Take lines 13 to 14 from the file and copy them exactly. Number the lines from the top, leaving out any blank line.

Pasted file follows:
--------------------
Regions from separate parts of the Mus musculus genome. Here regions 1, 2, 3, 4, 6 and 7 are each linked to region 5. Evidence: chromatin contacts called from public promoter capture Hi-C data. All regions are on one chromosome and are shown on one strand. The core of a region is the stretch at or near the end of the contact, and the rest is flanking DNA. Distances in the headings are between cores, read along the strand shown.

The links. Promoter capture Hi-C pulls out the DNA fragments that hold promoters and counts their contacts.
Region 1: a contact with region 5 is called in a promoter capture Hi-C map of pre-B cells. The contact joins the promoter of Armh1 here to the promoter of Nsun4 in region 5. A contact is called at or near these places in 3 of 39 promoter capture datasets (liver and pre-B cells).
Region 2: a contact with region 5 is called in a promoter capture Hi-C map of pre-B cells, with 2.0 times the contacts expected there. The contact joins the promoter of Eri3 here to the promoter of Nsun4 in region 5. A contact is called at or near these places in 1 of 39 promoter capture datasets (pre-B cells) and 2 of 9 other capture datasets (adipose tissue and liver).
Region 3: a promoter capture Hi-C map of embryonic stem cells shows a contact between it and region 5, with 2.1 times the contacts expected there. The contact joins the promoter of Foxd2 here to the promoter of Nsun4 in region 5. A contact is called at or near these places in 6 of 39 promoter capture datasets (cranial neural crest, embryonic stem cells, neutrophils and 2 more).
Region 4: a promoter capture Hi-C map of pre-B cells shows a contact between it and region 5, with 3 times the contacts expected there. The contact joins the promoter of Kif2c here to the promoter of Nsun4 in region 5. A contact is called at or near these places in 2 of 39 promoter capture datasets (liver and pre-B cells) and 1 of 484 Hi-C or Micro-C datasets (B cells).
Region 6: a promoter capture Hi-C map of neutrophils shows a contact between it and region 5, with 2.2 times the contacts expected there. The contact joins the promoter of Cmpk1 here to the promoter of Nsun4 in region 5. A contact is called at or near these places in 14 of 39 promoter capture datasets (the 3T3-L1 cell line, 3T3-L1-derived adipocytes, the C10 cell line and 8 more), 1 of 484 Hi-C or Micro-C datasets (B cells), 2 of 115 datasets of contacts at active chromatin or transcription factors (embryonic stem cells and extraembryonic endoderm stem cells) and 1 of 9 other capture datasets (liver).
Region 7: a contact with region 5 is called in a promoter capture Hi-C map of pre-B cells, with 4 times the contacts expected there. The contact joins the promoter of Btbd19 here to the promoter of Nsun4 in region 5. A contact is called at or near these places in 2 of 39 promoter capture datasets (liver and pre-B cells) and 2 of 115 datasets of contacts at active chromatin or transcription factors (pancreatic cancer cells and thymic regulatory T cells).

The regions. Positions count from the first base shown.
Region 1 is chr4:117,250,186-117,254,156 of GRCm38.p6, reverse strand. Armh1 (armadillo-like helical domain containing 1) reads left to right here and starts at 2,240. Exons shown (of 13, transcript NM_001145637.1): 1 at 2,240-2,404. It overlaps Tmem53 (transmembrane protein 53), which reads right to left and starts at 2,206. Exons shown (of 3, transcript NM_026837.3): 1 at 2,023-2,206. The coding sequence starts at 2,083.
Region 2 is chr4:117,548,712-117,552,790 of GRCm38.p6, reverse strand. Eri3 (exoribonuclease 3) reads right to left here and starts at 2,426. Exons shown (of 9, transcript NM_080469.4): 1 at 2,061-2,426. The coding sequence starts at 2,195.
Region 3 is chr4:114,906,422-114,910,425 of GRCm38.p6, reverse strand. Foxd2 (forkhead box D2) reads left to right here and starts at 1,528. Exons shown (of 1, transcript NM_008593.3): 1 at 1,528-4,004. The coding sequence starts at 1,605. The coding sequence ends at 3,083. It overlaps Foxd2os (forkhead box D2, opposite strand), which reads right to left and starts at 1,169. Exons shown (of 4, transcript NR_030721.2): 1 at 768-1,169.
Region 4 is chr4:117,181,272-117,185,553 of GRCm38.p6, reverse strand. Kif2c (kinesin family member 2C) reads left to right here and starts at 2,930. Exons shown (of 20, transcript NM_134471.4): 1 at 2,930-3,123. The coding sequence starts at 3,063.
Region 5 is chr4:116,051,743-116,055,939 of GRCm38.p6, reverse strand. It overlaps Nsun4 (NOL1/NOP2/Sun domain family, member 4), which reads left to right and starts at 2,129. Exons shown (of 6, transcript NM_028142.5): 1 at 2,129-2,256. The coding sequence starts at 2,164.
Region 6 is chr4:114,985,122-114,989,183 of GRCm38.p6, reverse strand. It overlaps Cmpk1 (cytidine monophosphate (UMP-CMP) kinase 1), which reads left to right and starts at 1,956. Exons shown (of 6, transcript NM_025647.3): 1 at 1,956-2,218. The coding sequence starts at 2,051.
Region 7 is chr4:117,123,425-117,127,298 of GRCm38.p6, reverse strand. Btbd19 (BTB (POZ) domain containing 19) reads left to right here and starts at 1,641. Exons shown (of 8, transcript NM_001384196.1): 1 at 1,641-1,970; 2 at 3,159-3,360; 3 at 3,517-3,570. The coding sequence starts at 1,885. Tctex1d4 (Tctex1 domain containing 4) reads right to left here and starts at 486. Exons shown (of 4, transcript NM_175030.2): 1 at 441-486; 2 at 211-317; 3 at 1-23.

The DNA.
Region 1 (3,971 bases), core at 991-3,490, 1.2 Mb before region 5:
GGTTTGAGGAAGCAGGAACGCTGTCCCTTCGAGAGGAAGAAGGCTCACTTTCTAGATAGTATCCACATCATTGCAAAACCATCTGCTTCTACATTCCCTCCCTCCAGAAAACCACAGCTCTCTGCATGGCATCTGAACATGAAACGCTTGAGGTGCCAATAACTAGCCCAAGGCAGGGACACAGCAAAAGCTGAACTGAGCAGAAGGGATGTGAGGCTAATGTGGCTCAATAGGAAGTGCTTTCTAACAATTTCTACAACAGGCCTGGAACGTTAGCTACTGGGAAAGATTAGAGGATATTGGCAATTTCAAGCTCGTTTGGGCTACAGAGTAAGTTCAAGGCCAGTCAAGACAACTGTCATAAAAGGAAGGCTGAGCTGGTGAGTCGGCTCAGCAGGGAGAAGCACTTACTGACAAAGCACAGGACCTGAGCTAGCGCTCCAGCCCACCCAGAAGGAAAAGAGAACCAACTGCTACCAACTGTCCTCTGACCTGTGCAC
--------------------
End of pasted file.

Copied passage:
Region 4 is chr4:117,181,272-117,185,553 of GRCm38.p6, reverse strand. Kif2c (kinesin family member 2C) reads left to right here and starts at 2,930. Exons shown (of 20, transcript NM_134471.4): 1 at 2,930-3,123. The coding sequence starts at 3,063.
Region 5 is chr4:116,051,743-116,055,939 of GRCm38.p6, reverse strand. It overlaps Nsun4 (NOL1/NOP2/Sun domain family, member 4), which reads left to right and starts at 2,129. Exons shown (of 6, transcript NM_028142.5): 1 at 2,129-2,256. The coding sequence starts at 2,164.